Here, Jones highlights 5 incredible facts that have been released in today’s report.
Nike Air is one of the most sustainable innovations the company has put out.
When Nike Air was first introduced, they contained Air Bags filled with a gas called SFG, which later was found to be a potent greenhouse gas (read: bad for the environment). Years were spent researching and developing a replacement, ultimately landing on a new design that combined nitrogen with air. Since 2006, all of Nike’s Air Bags have been SF6-free, reducing the brand’s impact on the environment without compromising the sneaker’s performance abilities.
Sevent-five percent of all Nike branded footwear and apparel products contain recycled material.
“Ultimately, our goal is for all our products to be recyclable,” Jones tells me. From apparel to footwear, if you're wearing a Nike product, chances are you’re representing the brand’s promise to a circular economy. Plastic, scraps, and used products are gathered and transformed into new materials and re-introduced back into products through Nike Grind. Those Nike basketball uniforms you see at the NBA Playoffs? Those are made from 100% percent recycled yarns. “If you have flecked pieces in the soles of your shoes, that’s a good sign you have some recycled content in there.”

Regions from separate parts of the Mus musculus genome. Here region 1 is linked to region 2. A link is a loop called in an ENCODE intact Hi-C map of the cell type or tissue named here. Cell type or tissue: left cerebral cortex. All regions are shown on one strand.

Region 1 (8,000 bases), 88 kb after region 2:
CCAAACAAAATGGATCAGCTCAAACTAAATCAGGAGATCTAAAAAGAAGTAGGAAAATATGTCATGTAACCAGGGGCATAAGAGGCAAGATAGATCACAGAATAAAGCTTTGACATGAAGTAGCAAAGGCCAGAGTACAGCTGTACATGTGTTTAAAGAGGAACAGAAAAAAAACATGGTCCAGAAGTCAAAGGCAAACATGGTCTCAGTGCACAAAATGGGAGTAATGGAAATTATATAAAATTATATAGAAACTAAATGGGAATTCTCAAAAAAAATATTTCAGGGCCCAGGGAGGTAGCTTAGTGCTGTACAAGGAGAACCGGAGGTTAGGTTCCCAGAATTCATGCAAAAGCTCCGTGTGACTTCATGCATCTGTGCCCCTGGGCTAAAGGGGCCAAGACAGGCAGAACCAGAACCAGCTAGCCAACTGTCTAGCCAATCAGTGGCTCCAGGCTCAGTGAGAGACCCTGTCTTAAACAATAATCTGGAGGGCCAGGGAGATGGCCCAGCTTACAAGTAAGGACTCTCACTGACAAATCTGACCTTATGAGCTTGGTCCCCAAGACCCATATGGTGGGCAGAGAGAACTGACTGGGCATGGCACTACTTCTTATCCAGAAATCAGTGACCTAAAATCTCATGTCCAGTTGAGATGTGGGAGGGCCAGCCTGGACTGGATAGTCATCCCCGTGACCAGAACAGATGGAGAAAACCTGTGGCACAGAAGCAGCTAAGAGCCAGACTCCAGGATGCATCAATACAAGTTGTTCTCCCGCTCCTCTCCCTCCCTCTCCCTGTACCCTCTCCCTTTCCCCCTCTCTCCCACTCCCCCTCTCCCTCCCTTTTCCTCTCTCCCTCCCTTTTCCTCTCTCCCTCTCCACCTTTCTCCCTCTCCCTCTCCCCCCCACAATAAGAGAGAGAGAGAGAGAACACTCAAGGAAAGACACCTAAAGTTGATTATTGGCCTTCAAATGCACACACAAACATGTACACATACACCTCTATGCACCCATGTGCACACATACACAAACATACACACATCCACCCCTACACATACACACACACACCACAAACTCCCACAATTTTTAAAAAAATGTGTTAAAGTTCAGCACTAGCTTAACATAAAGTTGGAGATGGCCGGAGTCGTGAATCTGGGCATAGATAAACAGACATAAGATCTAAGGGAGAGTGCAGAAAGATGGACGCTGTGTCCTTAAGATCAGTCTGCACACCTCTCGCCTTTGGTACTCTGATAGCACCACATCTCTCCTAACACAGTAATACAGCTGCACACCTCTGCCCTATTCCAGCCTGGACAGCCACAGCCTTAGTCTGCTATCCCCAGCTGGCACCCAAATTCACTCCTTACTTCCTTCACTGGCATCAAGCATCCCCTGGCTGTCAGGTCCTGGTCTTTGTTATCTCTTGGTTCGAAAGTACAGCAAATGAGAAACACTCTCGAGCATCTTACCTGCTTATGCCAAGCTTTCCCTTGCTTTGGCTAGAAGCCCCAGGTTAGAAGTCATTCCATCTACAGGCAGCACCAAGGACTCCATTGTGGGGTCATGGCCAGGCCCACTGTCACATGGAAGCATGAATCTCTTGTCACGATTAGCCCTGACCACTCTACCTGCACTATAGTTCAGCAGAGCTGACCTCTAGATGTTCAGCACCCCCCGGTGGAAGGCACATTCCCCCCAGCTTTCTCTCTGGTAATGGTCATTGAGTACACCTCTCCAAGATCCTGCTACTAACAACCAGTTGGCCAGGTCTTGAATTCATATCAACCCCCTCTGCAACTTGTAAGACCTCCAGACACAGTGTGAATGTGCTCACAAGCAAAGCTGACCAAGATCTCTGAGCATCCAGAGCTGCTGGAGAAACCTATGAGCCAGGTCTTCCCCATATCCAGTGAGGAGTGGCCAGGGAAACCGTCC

Nike will be powered by 100 percent renewable energy across North America by 2020.
That’s a lofty goal. But it’s good for business. “It’s a better equation for us financially than remaining in the old system of non-renewable energy," Jones tells us. In Belgium, Nike’s distribution center is completely “off the grid,” using windmill energy. “When we first started building windmills, we’d see one windmill on our way going to our facility, and now everyone is doing it. The whole region has taken our lead.” Nike’s effect is contagious.
Nike Flyknit changed the game when it comes to sustainability.
Did you know that the Flyknit sneaker only uses ONE SINGLE PIECE OF YARN, woven to the exact measurements of each shoe? And it does that without sacrificing the performance of the shoe whatsoever. “There’s this old mental model that sustainability is a cost of doing business, that it will make less good products, and what we’re proving time and time again is the contrary,” Jones says. “Actually, it’s good for business, it’s good for the consumer, it’s great for performance. The question is, how hard are you willing to innovate and search for solutions?
Your old shoes may be used to create the next playground in your neighborhood.
“In the last year alone, we’ve diverted 12.5 million pounds of factory imposed consumer waste,” Jones says.” Nike has one of the oldest recycled shoe programs of any company. They grind up old consumer shoes (Nike or other) and turn them into a new material. Whenever that material can’t be used for shoes, they use it to build playgrounds all around the world. “You’ll notice them when you look at them. They have flecked colors in them, which is a signal that Nike is part of it.”